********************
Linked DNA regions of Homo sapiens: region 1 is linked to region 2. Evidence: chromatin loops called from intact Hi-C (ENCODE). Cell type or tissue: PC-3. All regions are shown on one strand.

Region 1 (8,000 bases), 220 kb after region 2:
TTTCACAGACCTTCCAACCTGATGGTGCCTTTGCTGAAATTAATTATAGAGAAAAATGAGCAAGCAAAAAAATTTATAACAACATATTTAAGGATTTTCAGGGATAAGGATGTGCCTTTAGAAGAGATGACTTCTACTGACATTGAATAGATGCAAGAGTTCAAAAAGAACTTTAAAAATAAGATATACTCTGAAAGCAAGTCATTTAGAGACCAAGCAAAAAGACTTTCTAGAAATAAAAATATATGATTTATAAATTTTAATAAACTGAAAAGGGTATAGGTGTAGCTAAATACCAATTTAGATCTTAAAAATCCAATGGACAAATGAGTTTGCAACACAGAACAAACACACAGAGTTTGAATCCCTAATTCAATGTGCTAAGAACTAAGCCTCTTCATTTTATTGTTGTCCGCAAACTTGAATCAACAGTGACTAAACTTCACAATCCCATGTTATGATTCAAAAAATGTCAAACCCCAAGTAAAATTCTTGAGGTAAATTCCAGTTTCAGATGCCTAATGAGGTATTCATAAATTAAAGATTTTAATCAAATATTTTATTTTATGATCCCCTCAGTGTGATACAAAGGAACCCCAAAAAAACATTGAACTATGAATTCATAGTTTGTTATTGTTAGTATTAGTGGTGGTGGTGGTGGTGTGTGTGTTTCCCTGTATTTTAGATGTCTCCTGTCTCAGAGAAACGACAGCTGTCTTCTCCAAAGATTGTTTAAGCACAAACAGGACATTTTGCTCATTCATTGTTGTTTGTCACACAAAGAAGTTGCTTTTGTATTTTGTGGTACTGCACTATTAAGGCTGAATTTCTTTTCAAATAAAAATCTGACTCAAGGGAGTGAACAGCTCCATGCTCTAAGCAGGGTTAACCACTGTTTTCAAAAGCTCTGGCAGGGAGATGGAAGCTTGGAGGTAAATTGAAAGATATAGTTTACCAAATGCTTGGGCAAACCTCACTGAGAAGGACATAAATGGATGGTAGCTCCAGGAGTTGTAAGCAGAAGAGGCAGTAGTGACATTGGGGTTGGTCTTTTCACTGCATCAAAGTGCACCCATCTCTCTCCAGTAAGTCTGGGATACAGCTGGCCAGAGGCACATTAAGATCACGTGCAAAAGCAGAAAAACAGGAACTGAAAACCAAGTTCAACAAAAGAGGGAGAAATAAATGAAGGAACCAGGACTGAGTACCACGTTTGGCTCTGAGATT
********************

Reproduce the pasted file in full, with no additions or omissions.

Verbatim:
Linked DNA regions of Homo sapiens: region 1 is linked to region 2. Evidence: chromatin loops called from intact Hi-C (ENCODE). Cell type or tissue: PC-3. All regions are shown on one strand.

Region 1 (8,000 bases), 220 kb after region 2:
TTTCACAGACCTTCCAACCTGATGGTGCCTTTGCTGAAATTAATTATAGAGAAAAATGAGCAAGCAAAAAAATTTATAACAACATATTTAAGGATTTTCAGGGATAAGGATGTGCCTTTAGAAGAGATGACTTCTACTGACATTGAATAGATGCAAGAGTTCAAAAAGAACTTTAAAAATAAGATATACTCTGAAAGCAAGTCATTTAGAGACCAAGCAAAAAGACTTTCTAGAAATAAAAATATATGATTTATAAATTTTAATAAACTGAAAAGGGTATAGGTGTAGCTAAATACCAATTTAGATCTTAAAAATCCAATGGACAAATGAGTTTGCAACACAGAACAAACACACAGAGTTTGAATCCCTAATTCAATGTGCTAAGAACTAAGCCTCTTCATTTTATTGTTGTCCGCAAACTTGAATCAACAGTGACTAAACTTCACAATCCCATGTTATGATTCAAAAAATGTCAAACCCCAAGTAAAATTCTTGAGGTAAATTCCAGTTTCAGATGCCTAATGAGGTATTCATAAATTAAAGATTTTAATCAAATATTTTATTTTATGATCCCCTCAGTGTGATACAAAGGAACCCCAAAAAAACATTGAACTATGAATTCATAGTTTGTTATTGTTAGTATTAGTGGTGGTGGTGGTGGTGTGTGTGTTTCCCTGTATTTTAGATGTCTCCTGTCTCAGAGAAACGACAGCTGTCTTCTCCAAAGATTGTTTAAGCACAAACAGGACATTTTGCTCATTCATTGTTGTTTGTCACACAAAGAAGTTGCTTTTGTATTTTGTGGTACTGCACTATTAAGGCTGAATTTCTTTTCAAATAAAAATCTGACTCAAGGGAGTGAACAGCTCCATGCTCTAAGCAGGGTTAACCACTGTTTTCAAAAGCTCTGGCAGGGAGATGGAAGCTTGGAGGTAAATTGAAAGATATAGTTTACCAAATGCTTGGGCAAACCTCACTGAGAAGGACATAAATGGATGGTAGCTCCAGGAGTTGTAAGCAGAAGAGGCAGTAGTGACATTGGGGTTGGTCTTTTCACTGCATCAAAGTGCACCCATCTCTCTCCAGTAAGTCTGGGATACAGCTGGCCAGAGGCACATTAAGATCACGTGCAAAAGCAGAAAAACAGGAACTGAAAACCAAGTTCAACAAAAGAGGGAGAAATAAATGAAGGAACCAGGACTGAGTACCACGTTTGGCTCTGAGATT